Jeremy N. Thomas, Ph.D. 

Dept. Chair and Associate Professor of Electrical & Computer Engineering, DigiPen Institute of Technology, Redmond, WA.
Research Scientist, NorthWest Research Associates, Redmond, WA.
Affiliate Associate Professor, Dept. of Earth and Space Sciences, University of Washington, Seattle, WA.

Contact info: jnt at uw.edu; 1 (206) 947 2678
Mailing address: DigiPen Institute of Technology, 9931 Willows Rd NE, Redmond, WA 98052 

Curriculum Vitae
Publications
Invited Presentations

Overview of Research Interests:
Numerous natural processes drive geophysical electric and magnetic fields. In my research, I study these fields to further our understanding of Earth's atmosphere and space environment. My work has focused on a diverse group of electric and magnetic field sources, including lightning, middle atmospheric discharges, solar-terrestrial effects in the ionosphere and magnetosphere, and sources within the Earth's crust. I have experience in both experimental techniques and theoretical modeling. This includes designing, building, and testing instrumentation and acquisition systems, analyzing data, and developing numerical simulations. My work plans include projects related to in situ measurements inside and above thunderstorms, ground-based sensing of middle atmospheric discharges that affect the ionosphere, investigating geomagnetic perturbations from dc to low frequency radio bands, and fusing lightning and satellite radiometer data to study tropical cyclones. All of my research plans include opportunities for students to design, build, and test complete sensor systems, as well as analyze data using signal processing techniques.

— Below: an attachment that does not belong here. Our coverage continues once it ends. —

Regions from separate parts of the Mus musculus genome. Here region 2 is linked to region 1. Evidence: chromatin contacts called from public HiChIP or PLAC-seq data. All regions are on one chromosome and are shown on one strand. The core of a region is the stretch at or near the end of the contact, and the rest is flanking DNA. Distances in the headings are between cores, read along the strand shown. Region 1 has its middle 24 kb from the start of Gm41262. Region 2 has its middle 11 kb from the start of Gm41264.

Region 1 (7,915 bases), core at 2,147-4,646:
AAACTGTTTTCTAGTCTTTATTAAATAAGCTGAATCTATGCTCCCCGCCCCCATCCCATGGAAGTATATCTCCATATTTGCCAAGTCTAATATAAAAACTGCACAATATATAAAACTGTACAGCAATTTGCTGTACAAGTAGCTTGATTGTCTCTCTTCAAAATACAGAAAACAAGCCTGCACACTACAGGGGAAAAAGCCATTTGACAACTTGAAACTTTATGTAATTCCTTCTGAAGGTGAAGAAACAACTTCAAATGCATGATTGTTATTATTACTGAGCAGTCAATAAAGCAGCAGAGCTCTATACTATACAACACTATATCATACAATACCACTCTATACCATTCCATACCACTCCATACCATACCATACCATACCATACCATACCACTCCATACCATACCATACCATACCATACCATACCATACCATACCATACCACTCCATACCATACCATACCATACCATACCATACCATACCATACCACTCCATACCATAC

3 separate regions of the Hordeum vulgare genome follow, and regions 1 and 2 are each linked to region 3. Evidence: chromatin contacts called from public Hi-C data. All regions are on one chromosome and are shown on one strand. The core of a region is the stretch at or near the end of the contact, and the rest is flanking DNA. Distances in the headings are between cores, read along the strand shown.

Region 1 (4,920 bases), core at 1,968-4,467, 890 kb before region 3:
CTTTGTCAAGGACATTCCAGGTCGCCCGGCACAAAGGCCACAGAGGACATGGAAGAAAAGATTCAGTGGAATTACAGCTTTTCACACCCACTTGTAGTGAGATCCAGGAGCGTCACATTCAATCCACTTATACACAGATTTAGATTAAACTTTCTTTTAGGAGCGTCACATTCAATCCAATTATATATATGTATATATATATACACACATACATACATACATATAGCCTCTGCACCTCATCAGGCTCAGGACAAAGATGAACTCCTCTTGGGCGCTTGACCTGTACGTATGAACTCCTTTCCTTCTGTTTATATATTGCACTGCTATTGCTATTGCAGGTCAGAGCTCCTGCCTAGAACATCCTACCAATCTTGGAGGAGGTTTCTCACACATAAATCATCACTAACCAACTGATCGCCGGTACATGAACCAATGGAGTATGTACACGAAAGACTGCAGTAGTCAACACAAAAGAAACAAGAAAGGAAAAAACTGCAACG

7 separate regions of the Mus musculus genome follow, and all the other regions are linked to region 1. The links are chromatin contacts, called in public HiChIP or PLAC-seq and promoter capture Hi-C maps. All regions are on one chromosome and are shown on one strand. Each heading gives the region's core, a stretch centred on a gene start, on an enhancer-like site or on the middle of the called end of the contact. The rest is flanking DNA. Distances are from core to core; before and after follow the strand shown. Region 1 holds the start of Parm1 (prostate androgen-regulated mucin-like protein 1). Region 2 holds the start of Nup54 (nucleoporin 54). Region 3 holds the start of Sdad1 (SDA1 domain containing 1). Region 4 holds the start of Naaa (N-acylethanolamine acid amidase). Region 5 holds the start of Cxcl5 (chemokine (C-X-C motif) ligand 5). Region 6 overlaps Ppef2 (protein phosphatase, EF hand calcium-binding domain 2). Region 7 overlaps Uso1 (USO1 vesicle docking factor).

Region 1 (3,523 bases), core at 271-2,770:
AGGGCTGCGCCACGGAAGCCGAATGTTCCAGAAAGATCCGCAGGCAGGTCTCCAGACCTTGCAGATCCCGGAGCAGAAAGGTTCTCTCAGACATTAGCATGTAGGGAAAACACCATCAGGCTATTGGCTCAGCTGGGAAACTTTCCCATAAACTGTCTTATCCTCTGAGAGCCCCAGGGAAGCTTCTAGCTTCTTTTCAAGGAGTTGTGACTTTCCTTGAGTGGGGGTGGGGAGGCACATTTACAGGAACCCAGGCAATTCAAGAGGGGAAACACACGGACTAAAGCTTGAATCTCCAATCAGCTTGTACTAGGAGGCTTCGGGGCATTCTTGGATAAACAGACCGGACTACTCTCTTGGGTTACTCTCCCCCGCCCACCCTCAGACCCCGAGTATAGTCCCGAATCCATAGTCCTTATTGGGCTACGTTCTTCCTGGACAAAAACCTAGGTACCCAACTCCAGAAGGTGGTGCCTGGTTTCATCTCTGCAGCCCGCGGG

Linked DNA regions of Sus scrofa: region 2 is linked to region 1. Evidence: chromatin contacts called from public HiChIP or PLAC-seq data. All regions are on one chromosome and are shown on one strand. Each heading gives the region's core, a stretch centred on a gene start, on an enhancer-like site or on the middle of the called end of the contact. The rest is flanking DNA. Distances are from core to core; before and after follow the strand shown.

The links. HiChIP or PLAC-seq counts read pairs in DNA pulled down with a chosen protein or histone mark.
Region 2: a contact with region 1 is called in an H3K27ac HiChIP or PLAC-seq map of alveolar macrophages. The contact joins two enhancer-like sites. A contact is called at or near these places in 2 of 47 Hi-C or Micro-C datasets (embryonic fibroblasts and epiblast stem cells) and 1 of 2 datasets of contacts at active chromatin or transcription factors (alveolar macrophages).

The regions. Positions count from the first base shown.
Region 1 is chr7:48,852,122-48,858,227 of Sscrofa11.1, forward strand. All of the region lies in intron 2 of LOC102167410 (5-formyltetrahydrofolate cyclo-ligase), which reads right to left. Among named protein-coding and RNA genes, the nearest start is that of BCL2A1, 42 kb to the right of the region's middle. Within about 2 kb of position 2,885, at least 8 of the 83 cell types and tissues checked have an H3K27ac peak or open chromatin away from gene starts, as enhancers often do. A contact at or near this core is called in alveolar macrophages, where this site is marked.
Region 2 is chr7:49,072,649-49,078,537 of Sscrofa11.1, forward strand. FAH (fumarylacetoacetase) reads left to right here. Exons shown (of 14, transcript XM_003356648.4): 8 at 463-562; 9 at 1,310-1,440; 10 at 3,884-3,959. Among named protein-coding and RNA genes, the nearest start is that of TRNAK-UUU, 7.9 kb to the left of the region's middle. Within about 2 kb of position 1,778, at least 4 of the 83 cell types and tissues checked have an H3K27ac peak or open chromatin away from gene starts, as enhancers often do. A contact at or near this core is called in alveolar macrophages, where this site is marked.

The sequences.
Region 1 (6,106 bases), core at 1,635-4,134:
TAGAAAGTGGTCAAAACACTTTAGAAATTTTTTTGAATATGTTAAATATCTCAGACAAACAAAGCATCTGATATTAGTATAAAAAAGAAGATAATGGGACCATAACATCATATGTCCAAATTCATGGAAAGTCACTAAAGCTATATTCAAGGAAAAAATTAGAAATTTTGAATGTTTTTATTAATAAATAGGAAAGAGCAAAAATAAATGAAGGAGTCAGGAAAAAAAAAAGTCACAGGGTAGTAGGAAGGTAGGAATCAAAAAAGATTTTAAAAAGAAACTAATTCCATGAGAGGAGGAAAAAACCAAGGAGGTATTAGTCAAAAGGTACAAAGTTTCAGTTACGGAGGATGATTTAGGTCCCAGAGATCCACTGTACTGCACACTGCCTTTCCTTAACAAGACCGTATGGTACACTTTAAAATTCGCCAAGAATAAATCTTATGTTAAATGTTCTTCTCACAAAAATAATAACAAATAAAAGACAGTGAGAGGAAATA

In addition to geophysics related research, I have worked with DigiPen students to design, build, and test numerous embedded systems platforms, including autonomous robotic toys, human interface devices, and hand-held gaming consoles.  

In the News:
DigiPen high-altitude balloon payload student project
No link between earthquakes and solar activity
Earthquake prediction in National Geographic
Loma Prieta earthquake in Susan Hough's book "Predicting the Unpredictable: The Tumultuous Science of Earthquake Prediction" (see Chpt 10)

Links:
DigiPen Computer Engineering Program
DigiPen: Introduction to Robotics -- Robotic Scorpion Project
Bard College: Atmospheric Science
U. Washington: ESS 102 -- Space and Space Travel
Student-driven study of urban effects on lightning activity in New York City
Word Wide Lightning Location Network (WWLLN)

Updated September 2015